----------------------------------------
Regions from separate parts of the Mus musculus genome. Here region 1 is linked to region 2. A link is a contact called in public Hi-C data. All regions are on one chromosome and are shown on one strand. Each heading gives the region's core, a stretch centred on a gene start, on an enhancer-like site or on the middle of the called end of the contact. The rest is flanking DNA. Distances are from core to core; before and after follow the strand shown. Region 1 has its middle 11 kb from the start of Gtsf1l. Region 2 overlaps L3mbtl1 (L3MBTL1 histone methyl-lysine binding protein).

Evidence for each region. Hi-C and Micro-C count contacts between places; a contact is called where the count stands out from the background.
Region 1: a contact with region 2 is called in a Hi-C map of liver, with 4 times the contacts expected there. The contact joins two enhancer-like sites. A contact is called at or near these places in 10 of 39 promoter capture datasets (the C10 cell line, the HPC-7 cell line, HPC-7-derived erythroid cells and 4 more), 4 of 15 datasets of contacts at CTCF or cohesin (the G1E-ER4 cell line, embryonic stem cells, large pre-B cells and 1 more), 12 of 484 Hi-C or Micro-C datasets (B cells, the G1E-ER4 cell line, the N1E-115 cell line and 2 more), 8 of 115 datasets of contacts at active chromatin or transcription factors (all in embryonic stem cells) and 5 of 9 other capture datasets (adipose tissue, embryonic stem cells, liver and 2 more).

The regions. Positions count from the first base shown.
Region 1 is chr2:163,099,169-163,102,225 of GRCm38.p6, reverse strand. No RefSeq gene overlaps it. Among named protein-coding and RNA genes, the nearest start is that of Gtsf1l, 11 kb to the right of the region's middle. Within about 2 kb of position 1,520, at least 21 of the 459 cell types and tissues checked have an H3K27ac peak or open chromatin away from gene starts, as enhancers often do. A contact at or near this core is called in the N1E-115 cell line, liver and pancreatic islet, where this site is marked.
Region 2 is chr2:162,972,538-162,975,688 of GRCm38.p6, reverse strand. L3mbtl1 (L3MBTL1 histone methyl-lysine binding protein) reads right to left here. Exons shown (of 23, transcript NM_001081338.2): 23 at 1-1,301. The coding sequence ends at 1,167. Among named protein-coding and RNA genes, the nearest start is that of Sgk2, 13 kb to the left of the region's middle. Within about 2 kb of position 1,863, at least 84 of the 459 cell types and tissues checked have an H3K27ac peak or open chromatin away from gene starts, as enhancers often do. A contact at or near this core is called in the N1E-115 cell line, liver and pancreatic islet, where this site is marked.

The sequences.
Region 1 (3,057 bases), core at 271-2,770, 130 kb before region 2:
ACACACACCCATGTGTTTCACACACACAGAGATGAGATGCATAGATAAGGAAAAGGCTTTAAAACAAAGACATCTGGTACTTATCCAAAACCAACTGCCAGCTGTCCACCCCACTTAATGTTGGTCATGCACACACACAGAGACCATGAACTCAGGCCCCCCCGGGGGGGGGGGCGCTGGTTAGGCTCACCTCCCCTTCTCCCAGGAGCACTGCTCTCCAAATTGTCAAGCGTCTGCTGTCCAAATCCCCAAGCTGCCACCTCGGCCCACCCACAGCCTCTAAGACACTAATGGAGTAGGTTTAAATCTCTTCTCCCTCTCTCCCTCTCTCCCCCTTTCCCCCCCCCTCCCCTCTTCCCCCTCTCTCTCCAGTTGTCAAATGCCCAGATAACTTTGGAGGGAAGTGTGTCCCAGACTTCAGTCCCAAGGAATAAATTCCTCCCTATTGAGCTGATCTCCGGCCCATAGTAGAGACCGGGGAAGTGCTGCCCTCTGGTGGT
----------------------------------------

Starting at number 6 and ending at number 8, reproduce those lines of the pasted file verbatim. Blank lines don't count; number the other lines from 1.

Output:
Region 2 is chr2:162,972,538-162,975,688 of GRCm38.p6, reverse strand. L3mbtl1 (L3MBTL1 histone methyl-lysine binding protein) reads right to left here. Exons shown (of 23, transcript NM_001081338.2): 23 at 1-1,301. The coding sequence ends at 1,167. Among named protein-coding and RNA genes, the nearest start is that of Sgk2, 13 kb to the left of the region's middle. Within about 2 kb of position 1,863, at least 84 of the 459 cell types and tissues checked have an H3K27ac peak or open chromatin away from gene starts, as enhancers often do. A contact at or near this core is called in the N1E-115 cell line, liver and pancreatic islet, where this site is marked.

The sequences.
Region 1 (3,057 bases), core at 271-2,770, 130 kb before region 2: